As what I feel and predict will go from a quiet common state governmental call to action to hard pressed and at times, downright stingy state legislators, Gov. Sununu of New Hampshire has gone quite public in his urgent call for the establishment of inpatient acute state hospital psychiatric beds. This might seem like not so big a deal but I expect that this will become more and more frequent as the acuity of the public deficit in the capabilities to the now overflowing needs in many states overwhelmed by the numbers of chronically mentally ill.

In an article published of all places in the New Hampshire newspaper, The Portland Press Herald,  April 21,2017 entitled “New Hampshire Gov. Chris Sununu calls for more beds at psychiatric hospital,” the Governor publicly declared again but more emphatically the need for major figures in the state government agencies, especially the Dept. of Health and Human Services to mount a rapid effort with short-term corrections, which I guess  means “more beds please,” and a long-term realistic plan to address the mental health crises for treatment service delivery in the state. I think that this is noteworthy because it represents a growing trend that has finally burst into the open. However reluctant many governors have been in confronting this issue, I think that more will come out of their legislative closets and start trumpeting the needs for such actions. It has already started in such states as Texas and especially Washington state where Gov. Jay Inslee has been focusing on acute state public mental health issues as much or than any other state chief executive except the Governor and the Virginia’s two year old oversight committee on mental health issues with some of the most comprehensive and innovative programs in the country except perhaps my own state of North Carolina which has worked on these issues very quietly (in spite of HB2 ‘bathroom law’ distraction.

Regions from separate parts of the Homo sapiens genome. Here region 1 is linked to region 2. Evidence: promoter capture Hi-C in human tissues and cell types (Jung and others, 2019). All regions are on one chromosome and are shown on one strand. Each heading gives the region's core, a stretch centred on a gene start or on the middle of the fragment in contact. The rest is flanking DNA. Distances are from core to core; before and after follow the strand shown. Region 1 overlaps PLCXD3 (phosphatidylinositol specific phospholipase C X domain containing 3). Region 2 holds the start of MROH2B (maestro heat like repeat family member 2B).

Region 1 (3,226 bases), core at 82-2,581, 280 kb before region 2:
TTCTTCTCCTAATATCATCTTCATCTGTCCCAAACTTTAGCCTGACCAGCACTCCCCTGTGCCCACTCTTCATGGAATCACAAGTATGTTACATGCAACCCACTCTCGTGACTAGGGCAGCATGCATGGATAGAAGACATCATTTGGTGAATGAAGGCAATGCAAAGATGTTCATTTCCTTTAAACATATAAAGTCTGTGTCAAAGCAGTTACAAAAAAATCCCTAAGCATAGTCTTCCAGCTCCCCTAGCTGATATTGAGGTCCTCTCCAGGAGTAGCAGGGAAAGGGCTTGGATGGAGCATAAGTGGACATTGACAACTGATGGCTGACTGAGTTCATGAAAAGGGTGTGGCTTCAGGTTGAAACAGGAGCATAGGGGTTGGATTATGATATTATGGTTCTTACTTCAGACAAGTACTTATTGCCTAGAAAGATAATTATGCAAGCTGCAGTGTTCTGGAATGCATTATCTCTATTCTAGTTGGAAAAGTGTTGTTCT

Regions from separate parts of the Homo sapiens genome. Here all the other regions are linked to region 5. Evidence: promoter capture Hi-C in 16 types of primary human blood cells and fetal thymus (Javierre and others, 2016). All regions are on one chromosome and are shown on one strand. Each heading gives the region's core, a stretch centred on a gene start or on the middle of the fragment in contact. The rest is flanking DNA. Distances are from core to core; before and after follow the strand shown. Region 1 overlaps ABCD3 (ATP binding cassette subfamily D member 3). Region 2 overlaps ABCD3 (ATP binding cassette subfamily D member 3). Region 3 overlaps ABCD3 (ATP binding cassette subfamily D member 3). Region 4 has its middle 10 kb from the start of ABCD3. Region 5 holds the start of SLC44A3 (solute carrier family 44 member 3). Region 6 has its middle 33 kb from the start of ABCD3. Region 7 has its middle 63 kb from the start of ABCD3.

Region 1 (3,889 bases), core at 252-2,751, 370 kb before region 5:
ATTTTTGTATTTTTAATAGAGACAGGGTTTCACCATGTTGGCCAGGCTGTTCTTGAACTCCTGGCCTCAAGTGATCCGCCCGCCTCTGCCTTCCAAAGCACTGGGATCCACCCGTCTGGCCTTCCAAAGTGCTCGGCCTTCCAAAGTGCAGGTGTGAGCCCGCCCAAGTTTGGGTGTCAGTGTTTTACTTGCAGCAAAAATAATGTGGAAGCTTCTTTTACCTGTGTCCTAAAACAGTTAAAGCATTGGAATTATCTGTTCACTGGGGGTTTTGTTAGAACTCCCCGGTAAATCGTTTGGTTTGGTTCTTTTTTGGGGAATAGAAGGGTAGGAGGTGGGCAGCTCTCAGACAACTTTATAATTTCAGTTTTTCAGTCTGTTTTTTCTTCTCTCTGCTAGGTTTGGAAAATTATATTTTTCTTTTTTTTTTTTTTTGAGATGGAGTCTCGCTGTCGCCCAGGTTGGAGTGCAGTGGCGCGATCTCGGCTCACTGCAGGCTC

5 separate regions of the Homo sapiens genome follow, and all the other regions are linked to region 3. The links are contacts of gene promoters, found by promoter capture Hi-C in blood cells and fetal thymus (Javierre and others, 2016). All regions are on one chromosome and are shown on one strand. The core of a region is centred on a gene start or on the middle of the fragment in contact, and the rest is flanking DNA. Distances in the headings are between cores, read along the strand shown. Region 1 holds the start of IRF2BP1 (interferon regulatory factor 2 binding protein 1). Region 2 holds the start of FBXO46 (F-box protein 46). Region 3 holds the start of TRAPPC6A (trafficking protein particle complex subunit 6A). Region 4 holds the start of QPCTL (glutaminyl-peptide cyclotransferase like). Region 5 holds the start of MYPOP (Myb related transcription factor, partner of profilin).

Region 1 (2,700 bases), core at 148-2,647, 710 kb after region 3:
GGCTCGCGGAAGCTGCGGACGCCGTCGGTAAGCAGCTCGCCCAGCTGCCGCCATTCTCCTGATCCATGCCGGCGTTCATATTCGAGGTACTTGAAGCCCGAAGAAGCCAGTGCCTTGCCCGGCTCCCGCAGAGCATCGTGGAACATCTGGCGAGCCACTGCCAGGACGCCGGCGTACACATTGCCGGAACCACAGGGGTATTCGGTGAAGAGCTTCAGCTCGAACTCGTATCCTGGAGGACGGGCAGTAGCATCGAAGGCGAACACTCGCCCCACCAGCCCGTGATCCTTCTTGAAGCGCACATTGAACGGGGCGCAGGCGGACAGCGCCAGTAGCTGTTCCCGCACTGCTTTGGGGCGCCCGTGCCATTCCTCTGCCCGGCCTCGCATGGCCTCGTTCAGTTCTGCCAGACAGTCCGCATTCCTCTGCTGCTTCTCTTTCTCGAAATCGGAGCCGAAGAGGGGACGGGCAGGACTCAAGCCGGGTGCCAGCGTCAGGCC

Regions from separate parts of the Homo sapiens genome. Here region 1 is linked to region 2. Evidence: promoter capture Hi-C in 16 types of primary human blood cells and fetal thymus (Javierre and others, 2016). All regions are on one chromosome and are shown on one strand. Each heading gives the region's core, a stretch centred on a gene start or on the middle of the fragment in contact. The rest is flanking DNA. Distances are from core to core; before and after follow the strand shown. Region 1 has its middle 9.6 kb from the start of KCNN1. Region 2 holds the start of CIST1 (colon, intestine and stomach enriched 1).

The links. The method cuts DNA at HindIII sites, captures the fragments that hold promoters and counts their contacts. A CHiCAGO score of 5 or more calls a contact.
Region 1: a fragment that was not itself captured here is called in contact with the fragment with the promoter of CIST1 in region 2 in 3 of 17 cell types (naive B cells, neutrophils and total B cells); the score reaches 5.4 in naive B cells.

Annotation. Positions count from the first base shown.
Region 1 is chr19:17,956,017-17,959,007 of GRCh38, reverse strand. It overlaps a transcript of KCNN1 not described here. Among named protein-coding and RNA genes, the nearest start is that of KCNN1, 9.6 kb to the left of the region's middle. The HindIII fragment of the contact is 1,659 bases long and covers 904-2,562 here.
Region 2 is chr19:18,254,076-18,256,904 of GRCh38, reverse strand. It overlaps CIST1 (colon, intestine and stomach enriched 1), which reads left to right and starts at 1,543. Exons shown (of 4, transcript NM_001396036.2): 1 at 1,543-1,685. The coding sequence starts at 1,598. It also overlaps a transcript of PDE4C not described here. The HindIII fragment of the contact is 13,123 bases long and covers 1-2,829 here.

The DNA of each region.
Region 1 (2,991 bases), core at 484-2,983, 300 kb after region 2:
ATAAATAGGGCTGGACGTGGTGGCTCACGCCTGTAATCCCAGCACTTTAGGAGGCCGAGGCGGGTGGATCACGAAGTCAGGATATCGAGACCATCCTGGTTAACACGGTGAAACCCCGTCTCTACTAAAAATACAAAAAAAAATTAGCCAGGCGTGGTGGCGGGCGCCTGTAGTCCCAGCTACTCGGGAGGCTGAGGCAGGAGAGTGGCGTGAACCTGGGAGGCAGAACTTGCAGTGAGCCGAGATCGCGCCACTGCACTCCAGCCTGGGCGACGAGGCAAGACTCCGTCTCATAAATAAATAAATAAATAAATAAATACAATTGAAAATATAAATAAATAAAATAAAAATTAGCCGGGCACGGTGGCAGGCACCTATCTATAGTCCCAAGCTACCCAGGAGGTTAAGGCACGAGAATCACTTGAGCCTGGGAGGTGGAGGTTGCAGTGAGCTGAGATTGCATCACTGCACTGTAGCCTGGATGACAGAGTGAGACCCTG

Continue reading “NH Governor Issues Urgent Call for More State Hospital Beds”

Does It require a killling to get a state hospital admission still…?

In yet another unbelievable horrible tragedy, a chronically mentally ill man in Washington state was finally admitted after a few months of court orders by a judge, a fine of the state mental health department to the tune of $2,000per  day and ceaseless and desperate advocacy for inpatient psychiatric treatment for their relative.

I must confess that in the above first paragraph, I did a little dishonest thing, an intentional literary device. I implied that it only after all those pushing and shoving well placed and well-intentioned efforts, did this man get the help he needed. No, those efforts were the unsuccessful prelude…